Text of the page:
The founder of research firm MacroMavens is down on U.S. stocks but bullish on China, gold miners, and oil.
FORTUNE — It isn’t always easy being a skeptic. Just ask Stephanie Pomboy, 43, a market strategist who jokes that she spent the first half of the year with “nary a cocktail party invitation” because of her bearish outlook. Pomboy, who founded her institutional research firm MacroMavens in 2002 and now advises top hedge funds like Passport Capital and giant money managers such as BlackRock and Fidelity, split off from the pack several months ago when she decried stocks and embraced gold and Treasuries. She has since been proved right on both counts. As growth in the U.S. grinds to a halt, Pomboy’s prognosis for the economy remains dreary: She forecasts a prolonged economic downturn, dampened by a secular decline in consumer spending. But she also sees opportunities. Pomboy told Fortune how investors can prepare for hard times ahead.
The market has been dismal so far this year. Could things get worse?
I’m betting that we’ll get some language from the Fed about extending quantitative easing and that Washington will continue to make a lot of noise but essentially do nothing. The economy will continue to stall, just continue decelerating. Then we’ll have an environment where expectations about earnings growth will have to come down, and there will be an increasing recognition that we’ve really accomplished nothing over the last three years.
If investors actually do start to accede to that reality, it’s going to be a major negative for the markets. All along, the hope has been, let’s give it another month, we’ll muddle through and it will be fine. If that complacency gets shaken up, there’s no reason the stock market won’t head back to the lows of the crisis.
So do you recommend avoiding stocks altogether?
I think there’s going to be de-risking in general. I expect the liquidity tide to recede, beaching all boats. It’s a question of picking the boats that are going to hold up better than others. In the long term, clearly you want to be building exposure to the new world order, which is going to be shaped by emerging-markets economies. The increasingly indebted and decrepit developed world will play a smaller role. I’m inclined to go long on emerging Asia, because those countries are primarily geared toward China. My view on China is that it may be a bubble, but it’s a centrally controlled economy. So it’s a bubble that can go on longer than you can remain solvent by betting against it. Their foreign-exchange stockpile is “ginormous” — that’s a technical term. They could buy 10% GDP growth for several years with just the foreign-exchange resources they have at present.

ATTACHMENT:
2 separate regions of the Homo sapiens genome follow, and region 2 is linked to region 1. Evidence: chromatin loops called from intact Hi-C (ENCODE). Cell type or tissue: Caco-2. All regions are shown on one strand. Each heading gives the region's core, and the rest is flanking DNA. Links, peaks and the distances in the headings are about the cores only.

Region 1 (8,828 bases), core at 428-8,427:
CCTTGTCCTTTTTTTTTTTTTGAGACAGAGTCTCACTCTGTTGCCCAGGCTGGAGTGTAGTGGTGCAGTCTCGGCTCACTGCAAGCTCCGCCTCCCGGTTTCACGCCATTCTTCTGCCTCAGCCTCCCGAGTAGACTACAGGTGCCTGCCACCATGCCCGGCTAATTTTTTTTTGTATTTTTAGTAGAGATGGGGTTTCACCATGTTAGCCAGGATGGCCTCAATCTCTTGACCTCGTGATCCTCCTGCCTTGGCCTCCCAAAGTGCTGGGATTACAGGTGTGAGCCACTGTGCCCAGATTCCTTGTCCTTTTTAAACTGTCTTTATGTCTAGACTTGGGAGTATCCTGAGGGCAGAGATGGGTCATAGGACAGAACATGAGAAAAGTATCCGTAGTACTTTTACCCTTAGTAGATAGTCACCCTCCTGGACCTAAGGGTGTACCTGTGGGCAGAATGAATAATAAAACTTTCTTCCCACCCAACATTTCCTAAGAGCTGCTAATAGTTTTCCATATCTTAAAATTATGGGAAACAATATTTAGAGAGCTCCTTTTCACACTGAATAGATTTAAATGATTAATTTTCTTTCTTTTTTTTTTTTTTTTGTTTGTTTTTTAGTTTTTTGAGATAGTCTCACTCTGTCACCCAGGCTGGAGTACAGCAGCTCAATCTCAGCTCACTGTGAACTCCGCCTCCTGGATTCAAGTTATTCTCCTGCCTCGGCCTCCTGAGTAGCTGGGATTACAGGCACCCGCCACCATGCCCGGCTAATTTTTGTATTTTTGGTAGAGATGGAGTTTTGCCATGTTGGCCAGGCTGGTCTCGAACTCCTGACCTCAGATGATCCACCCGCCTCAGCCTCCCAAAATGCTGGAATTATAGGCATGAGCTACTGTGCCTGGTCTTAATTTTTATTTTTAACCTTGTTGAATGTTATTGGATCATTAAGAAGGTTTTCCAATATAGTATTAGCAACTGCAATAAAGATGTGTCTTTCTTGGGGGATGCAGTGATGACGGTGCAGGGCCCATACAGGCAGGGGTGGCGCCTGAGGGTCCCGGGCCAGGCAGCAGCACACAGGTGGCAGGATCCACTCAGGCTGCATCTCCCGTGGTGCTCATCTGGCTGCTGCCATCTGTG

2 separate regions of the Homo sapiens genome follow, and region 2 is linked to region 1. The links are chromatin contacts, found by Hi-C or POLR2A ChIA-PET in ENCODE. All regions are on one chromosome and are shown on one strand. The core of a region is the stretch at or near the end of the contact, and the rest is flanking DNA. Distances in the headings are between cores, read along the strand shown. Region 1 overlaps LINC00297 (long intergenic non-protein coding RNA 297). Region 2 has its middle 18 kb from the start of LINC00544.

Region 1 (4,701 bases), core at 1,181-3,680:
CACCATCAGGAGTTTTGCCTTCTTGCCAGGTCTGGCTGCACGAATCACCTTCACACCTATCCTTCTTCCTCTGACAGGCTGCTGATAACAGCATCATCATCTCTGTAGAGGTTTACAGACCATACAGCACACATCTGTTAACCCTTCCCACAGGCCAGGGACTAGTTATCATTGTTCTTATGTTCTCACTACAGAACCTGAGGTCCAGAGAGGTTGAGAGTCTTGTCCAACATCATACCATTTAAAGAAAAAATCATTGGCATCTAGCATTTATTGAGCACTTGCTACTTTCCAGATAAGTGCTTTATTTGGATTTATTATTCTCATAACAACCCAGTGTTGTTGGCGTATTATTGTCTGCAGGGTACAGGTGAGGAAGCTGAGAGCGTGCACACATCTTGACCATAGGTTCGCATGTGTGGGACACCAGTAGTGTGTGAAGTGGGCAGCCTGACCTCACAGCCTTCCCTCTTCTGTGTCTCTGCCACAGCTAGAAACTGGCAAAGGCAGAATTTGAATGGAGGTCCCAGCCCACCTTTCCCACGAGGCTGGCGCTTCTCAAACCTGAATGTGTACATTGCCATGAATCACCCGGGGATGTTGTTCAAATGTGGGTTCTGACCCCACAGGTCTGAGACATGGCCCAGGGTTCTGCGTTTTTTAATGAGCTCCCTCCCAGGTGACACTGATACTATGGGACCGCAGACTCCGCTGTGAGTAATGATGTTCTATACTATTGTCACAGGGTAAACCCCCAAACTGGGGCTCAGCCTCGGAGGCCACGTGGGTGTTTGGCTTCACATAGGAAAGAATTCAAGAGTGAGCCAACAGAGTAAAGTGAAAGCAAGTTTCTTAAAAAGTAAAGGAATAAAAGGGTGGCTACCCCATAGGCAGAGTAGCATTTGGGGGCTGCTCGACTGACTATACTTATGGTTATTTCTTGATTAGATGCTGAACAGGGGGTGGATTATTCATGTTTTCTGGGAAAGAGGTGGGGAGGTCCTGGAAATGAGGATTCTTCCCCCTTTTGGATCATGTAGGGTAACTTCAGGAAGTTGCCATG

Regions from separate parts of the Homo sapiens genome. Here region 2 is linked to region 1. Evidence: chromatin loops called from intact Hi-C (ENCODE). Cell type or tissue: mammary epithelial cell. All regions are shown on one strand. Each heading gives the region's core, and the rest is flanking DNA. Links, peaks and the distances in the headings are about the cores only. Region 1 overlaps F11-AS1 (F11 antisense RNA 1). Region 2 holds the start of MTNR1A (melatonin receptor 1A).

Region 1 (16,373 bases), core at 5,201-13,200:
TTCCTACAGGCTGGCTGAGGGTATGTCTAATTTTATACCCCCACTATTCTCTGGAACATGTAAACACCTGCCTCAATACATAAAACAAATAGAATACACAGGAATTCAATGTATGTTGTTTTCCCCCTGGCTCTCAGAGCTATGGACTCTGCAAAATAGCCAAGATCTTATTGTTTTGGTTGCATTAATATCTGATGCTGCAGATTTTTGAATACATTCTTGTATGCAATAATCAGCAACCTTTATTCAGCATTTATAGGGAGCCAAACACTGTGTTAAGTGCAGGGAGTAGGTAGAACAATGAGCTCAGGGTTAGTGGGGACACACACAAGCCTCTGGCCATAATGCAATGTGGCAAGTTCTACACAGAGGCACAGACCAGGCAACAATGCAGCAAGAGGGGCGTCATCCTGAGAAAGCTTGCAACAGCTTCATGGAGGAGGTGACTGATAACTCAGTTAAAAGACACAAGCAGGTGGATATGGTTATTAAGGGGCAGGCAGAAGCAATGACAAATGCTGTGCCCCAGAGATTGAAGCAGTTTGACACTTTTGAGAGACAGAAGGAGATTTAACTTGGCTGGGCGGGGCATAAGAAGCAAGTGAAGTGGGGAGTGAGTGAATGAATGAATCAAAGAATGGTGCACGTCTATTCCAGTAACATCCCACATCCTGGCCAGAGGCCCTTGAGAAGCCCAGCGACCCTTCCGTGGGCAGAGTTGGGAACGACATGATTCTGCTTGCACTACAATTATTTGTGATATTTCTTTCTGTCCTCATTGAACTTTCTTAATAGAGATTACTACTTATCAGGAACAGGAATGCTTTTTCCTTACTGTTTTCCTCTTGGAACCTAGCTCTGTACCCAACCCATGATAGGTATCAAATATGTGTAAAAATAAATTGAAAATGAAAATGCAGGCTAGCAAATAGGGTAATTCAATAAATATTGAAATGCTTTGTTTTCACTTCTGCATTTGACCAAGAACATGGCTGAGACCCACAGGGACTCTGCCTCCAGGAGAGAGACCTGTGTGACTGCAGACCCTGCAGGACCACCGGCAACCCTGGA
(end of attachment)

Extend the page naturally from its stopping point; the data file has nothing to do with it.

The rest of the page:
Treasury rates have hit new lows as prices have risen. Will Treasuries continue to outperform?
Intellectually, I can see the case for rates going lower. The deflationary undertones of the U.S. economy are very powerful. I would expect interest rates to stay low for a long time. I’d be shocked if rates were over 2.5% a year from now. So I definitely wouldn’t short Treasuries. But at these low nominal rates, it’s not particularly compelling to buy them either.
You don’t anticipate rising rates, but you’re bullish on gold. Why?
Forever, inflation was viewed as the primary driving force for gold. So when I suggested that gold and Treasury bonds would rally at the same time, it was seen as laughable. But people were looking at it backward. Gold didn’t go up because of inflation. Gold went up because the Fed pegged interest rates by printing dollars, which debased the currency, which fueled gold. Gold was going up because the Fed was monetizing.
There has been a lot of commentary lately about how cheap gold stocks are relative to bullion. If you think gold is going up, rather than trying to trade it from $1,800 an ounce to $2,000, you could buy a mining company and get significant leverage on that $200 move.
Are there other commodities you like right now?
I’m really interested in strategic resources — commodities that emerging nations like China are trying to stockpile. Oil would be at the forefront. I think it will continue to be a beneficiary of this global debasement of currency and the need for emerging nations to diversify the foreign exchange resources that they’re sitting on, which are being debased every single day. Why not take that money and spend it on building strategic oil reserves rather than watching it go up in smoke?
I don’t think it’s a mystery why oil is still over $80 at a time when the global economy is hardly booming. There’s silent demand coming from somewhere. Our emerging-markets creditors are opting to spend their excess dollars on commodities rather than U.S. Treasuries.
One problem with buying commodity funds is that the cost of rolling futures contracts erodes gains. I found a good way to get around that problem is to just go long on the Russian stock market, which has a correlation of more than 90% with the price of oil.
This article is from the October 17, 2011 issue of Fortune.